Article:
A few years ago, while watching CNBC, I almost fell out of my chair when one of the anchors said something like:
“Yes, Hugo Chavez is a dictator, but there is a serious income-inequality problem in Venezuela.”
A CNBC anchor criticizing plutocracy! Bizarre, right? Well, that was Michelle Caruso-Cabrera.
However, in 2011, “MCC” was sent to Europe to report on the financial panic. From Rome, she reported on the scourge of overpaid Roman cab drivers. In another report, she carried on about how the only solution for countries like Italy was to smash unions and beat down wages.
Quite a change of philosophy, right? I then went to Amazon and did “search inside” on her book for “Venezuela”. Not a word about income inequality.
So, what happened to MCC? I like to think that she got a memo from her boss, the “Jobs Czar” saying something like this:
“One more criticism of plutocracy and you will be reporting from Mongolia! Even if it is in an enemy country like Venezuela, plutocracy is plutocracy, damn it! And your job is to pimp plutocracy! Now hop to it!”
Of course, you can’t blame MCC for joining Team Plutocracy. After all, according to Wikipedia, income-inequality is even worse in the USA than it is in Venezuela. And one simply cannot expect to have a career in corporate America while being an advocate for the small people.
And what about those Roman cab drivers? Did they really bankrupt Italy? I don’t know, but last time I checked, labor unions have been around since the beginning of the industrial revolution, and Italy has done just fine for most of its history. If the unions were choking Italy, how come Italy has a $2 trillion economy? The 8th largest in the world?
But yes, unions can be a problem. Imagine a Midwestern town in the USA that had all of its factories sent to Mexico and China, and its service centers to India. It has double-digit unemployment, tax revenues are down, and the city can no longer afford to pay “exorbitant” wages to its union workers.
That is indeed a problem. But maybe it’s more a problem of globalism, no?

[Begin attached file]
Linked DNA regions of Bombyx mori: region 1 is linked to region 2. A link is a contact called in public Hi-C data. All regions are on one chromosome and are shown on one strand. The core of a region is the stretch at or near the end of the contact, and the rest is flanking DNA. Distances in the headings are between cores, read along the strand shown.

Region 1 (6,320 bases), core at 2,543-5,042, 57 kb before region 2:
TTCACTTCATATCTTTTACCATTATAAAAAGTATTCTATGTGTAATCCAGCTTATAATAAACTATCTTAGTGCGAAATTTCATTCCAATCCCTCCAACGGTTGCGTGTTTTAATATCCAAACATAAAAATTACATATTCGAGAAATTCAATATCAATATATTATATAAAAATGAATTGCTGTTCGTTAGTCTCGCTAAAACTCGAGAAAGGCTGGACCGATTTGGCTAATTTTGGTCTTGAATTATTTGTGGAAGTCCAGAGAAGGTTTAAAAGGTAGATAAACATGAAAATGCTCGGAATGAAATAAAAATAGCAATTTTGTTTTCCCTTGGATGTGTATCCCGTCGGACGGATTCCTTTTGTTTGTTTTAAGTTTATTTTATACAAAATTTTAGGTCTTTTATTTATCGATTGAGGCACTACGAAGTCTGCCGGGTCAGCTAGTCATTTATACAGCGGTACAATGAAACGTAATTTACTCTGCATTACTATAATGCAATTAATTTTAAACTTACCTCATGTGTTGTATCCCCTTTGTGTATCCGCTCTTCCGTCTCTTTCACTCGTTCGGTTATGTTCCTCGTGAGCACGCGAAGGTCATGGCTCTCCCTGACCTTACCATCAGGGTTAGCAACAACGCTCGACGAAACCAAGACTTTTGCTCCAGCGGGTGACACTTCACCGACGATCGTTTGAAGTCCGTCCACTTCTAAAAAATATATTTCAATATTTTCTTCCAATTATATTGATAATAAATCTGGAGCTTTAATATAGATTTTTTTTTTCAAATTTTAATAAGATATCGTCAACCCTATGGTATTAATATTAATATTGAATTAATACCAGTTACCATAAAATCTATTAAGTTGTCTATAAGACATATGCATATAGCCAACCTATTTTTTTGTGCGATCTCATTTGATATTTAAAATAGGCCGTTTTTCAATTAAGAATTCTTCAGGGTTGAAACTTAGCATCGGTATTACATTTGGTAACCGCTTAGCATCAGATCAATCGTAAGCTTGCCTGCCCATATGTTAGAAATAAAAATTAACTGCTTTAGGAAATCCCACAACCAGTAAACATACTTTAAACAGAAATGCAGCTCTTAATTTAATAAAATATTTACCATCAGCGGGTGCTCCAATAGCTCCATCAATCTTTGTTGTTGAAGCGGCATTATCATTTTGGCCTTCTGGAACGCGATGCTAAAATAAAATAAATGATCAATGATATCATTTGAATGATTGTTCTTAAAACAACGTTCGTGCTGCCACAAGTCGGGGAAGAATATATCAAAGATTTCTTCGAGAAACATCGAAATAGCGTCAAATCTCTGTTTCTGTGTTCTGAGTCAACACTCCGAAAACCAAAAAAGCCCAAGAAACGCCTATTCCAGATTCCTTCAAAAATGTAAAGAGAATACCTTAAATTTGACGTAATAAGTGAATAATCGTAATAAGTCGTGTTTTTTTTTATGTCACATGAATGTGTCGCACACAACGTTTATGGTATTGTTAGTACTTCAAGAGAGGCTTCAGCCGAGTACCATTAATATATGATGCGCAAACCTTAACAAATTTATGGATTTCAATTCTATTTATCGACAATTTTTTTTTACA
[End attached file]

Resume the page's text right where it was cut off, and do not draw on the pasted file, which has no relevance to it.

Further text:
And why may I ask is the solution to any economic problem to beat down wages? Why isn’t the solution to raise the wages of German and Chinese workers instead?
Speaking of which, in CNBC’s coverage of Italy’s problems, I didn’t hear one word about how cheap imports from China have ravaged Italy’s industrial economy. Now that I think about it, I don’t recall hearing that mentioned at all in our corporate-owned media. We have to go to the British media to learn the term “wage dumping”. Here is the great AEP on the subject:
“Oskar Lafontaine, a leader of Germany’s Linke (Left) party, said the euro was hurtling towards destruction on current policies. He blamed Germany’s system of screwing down wages to undercut other EMU countries – or “wage dumping” – for causing the imbalances behind the eurozone crisis. “A shared currency cannot work without coordination of wage policy. Once wages have diverged as far as they have in recent years, devaluation and revaluation is the only way out.”
And Italy’s problems are not so much different than our own. After all, the difference between Germany’s and Italy’s wages are miniscule compared to those of the USA ($23 per hour) and Mexico, India, and China ($2 per hour). And thanks to the Beijing-imposed yuan-dollar currency peg, we also have a “shared currency” with China, just as Italy does with Germany.
Of course, such “labor arbitrage” is the very Engine of Plutocracy. So, don’t hold your breath waiting for it to be discussed on CNBC. And if the USA is ever graced with a populist dictator like Hugo Chavez, the Plutocracy will have only itself to blame.
Note to Plutocracy: Seriously; ease up a bit. You are riding for a fall. Check yourself before you wreck yourself.
Note: Here is a post I wrote about MCC’s assertion that “factory jobs are dumb.”